Calling Young Writers! Celebration of Writers on Nov. 9th @VCFA, Montpelier

Vermont College of Fine Arts and Young Writers Project announce plans for Celebration of Writing 2013, Nov. 9 at VCFA Montpelier campus

M.T. Anderson, a National Book Award winner, will be the keynote speaker at the Celebration of Writing 2013, co-sponsored by Vermont College of Fine Arts (VCFA) and Young Writers Project (YWP). The celebration will take place Saturday, Nov. 9, at VCFA’s campus with workshops beginning at 9:30 a.m. and the keynote at 4 p.m.

The day will highlight publication of YWP’s latest anthology, Anthology 5, a collection of the best writing and photographs drawn from 14,000 submissions.

The event, held at VCFA’s main building in Montpelier, features a day of workshops led by prominent writers and artists in digital storytelling, poetry and prose. Each workshop is 75 minutes long and all are free. A special workshop for parents begins at 2:30 p.m.

Workshop leaders include actress Robin Fawcett, poet Reuben Jackson, slam poet Geof Hewitt, digital storytellers Barbara Ganley and Bryan Alexander, poet Kerrin McCadden, and novelists Sarah Stewart Taylor and Jo Knowles. 

At 4 p.m., M.T. Anderson, winner of the National Book Award for Young People’s Literature, will talk about how, as an adult, he resurrected a novel written as a teen into a series of novels. VCFA President Thomas Greene will also welcome young writers and their families to the college. Several writers featured in Anthology 5 will read their work as part of YWP’s continuing Millennial Writers On Stage series. A reception, formal release of Anthology 5 and author book signings will follow.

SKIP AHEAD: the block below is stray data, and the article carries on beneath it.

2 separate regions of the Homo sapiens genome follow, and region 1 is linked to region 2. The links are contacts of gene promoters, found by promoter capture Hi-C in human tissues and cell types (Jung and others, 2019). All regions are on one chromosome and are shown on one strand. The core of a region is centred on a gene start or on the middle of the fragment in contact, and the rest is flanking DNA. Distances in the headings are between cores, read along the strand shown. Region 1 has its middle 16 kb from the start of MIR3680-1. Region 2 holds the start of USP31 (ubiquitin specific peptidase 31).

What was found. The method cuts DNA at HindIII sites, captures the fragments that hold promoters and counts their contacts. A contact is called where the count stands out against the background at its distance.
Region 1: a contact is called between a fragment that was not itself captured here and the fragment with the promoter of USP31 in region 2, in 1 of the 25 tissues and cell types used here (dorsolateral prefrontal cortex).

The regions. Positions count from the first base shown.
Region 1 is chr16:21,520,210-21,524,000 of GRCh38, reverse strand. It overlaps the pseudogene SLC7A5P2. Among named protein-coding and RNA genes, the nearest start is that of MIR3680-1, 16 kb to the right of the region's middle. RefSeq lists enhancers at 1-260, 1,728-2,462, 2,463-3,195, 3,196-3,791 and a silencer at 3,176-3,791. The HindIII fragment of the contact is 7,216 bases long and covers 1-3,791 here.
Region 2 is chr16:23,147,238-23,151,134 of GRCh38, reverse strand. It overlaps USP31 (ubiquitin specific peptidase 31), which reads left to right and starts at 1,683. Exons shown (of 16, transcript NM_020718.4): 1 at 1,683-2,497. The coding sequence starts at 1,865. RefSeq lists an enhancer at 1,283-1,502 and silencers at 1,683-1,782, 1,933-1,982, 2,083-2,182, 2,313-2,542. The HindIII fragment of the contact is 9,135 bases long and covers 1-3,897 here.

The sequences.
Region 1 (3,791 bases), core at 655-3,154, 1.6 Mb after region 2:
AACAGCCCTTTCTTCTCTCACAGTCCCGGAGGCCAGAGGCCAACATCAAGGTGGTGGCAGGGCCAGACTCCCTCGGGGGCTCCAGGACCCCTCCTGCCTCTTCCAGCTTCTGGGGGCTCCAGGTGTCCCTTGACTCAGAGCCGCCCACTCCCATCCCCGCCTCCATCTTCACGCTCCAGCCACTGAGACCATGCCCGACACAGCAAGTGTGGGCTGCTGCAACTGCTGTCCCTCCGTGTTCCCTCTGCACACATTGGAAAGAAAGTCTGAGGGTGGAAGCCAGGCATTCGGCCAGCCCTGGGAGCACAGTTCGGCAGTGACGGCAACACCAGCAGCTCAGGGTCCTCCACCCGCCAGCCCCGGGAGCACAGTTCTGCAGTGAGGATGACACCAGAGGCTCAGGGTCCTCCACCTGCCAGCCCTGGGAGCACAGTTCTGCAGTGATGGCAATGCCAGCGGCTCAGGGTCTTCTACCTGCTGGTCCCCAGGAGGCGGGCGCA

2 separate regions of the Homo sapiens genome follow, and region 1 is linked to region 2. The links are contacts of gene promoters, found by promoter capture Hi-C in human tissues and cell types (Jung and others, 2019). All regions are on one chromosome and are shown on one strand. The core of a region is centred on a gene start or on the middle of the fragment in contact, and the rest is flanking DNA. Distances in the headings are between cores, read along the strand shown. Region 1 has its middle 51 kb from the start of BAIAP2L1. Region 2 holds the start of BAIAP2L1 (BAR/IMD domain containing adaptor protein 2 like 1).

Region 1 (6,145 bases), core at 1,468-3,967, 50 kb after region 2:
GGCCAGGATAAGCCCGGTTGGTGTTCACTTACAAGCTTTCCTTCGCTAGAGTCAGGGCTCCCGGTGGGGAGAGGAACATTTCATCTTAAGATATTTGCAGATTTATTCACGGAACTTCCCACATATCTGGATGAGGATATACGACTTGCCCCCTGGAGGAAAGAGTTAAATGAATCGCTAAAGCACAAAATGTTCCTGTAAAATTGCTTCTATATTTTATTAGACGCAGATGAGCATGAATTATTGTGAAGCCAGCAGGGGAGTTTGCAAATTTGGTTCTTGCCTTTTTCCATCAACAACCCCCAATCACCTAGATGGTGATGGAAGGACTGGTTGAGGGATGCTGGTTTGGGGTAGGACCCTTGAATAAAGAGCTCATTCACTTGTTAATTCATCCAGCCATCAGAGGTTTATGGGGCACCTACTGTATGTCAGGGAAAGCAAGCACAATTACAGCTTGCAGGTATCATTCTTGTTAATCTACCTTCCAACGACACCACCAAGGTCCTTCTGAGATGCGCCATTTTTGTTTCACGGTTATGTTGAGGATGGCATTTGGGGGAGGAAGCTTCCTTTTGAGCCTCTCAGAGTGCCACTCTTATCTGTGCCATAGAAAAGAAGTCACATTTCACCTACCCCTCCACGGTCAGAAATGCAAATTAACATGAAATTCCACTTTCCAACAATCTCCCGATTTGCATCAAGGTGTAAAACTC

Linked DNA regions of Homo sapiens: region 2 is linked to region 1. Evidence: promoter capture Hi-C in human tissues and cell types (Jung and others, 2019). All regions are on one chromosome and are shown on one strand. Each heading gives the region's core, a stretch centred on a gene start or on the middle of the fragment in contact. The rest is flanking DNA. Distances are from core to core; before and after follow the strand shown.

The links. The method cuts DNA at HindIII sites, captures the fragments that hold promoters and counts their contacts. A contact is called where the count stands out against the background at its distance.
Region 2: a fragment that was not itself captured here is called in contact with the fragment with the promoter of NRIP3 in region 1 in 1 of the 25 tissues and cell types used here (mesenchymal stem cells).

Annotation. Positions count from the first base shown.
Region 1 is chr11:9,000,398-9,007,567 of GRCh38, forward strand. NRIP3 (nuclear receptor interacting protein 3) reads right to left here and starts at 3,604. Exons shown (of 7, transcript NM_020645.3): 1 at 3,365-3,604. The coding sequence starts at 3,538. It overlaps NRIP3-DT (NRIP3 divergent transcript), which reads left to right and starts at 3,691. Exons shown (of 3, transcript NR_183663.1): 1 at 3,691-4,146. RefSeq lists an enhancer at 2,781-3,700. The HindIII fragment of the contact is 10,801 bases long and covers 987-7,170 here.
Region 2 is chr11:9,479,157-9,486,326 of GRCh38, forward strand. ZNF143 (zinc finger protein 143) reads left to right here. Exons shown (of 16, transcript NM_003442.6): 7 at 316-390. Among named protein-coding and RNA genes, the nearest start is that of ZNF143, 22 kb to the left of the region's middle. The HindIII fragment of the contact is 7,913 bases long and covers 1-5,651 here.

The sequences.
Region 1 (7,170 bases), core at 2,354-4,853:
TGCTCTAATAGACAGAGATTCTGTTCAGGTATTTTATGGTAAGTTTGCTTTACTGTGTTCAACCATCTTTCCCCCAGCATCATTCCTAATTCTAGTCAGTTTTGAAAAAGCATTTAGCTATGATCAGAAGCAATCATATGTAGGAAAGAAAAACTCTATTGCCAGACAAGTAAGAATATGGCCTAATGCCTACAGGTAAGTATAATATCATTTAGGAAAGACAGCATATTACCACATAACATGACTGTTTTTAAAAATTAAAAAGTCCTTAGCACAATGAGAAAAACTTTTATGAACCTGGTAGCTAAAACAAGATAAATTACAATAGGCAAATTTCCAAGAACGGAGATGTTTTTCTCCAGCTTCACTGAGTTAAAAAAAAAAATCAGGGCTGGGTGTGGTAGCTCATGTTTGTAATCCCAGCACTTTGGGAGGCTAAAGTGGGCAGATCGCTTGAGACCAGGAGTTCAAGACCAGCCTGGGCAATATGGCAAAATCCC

For more information and to register:

About Young Writers Project …

Young Writers Project is a nonprofit dedicated to building a generation of better writers. Each year it publishes 1,000 students’ work in 19 newspapers and on Vermont Public Radio and It operates a civil teen writing community, youngwritersproject.orgworks with 63 schools through its YWP Schools Project; and holds community events and workshops. This year’s anthology was drawn from 12,000 writing submissions and 2,000 pieces of visual art.

Muslim Author’s Book Named Among ‘100 Greatest Children’s Books’ of the Last 100 Years by New York Public Library

I was so happy to see this wonderful news that I want to share it with all of you. Rukhsana Khan’s book BIG RED LOLLIPOP  is on the New York Public Library’s Children’s Books 2012: 100 Titles for Reading and Sharing list. She is the first Muslim author of Pakistani origin to be named on the list. Quoting directly from their press release, NYPL stated that all books on the list have “withstood the test of time at the New York Public Library or are on their way to becoming new classics.”

Ms. Khan receiving the Golden Kite Award. Photo from her website.

Rukhsana Khan is originally Pakistani and learned English as a second language. Her prolific writing and huge success has seen BIG RED LOLLIPOP scoop up a string of coveted awards. The book has been voted America’s ‘best picture book’ twice (The Charlotte Zolotow and the Golden Kite) – now, the New York Public Library has named it as one of the ‘100 greatest children’s books’ in the last 100 years.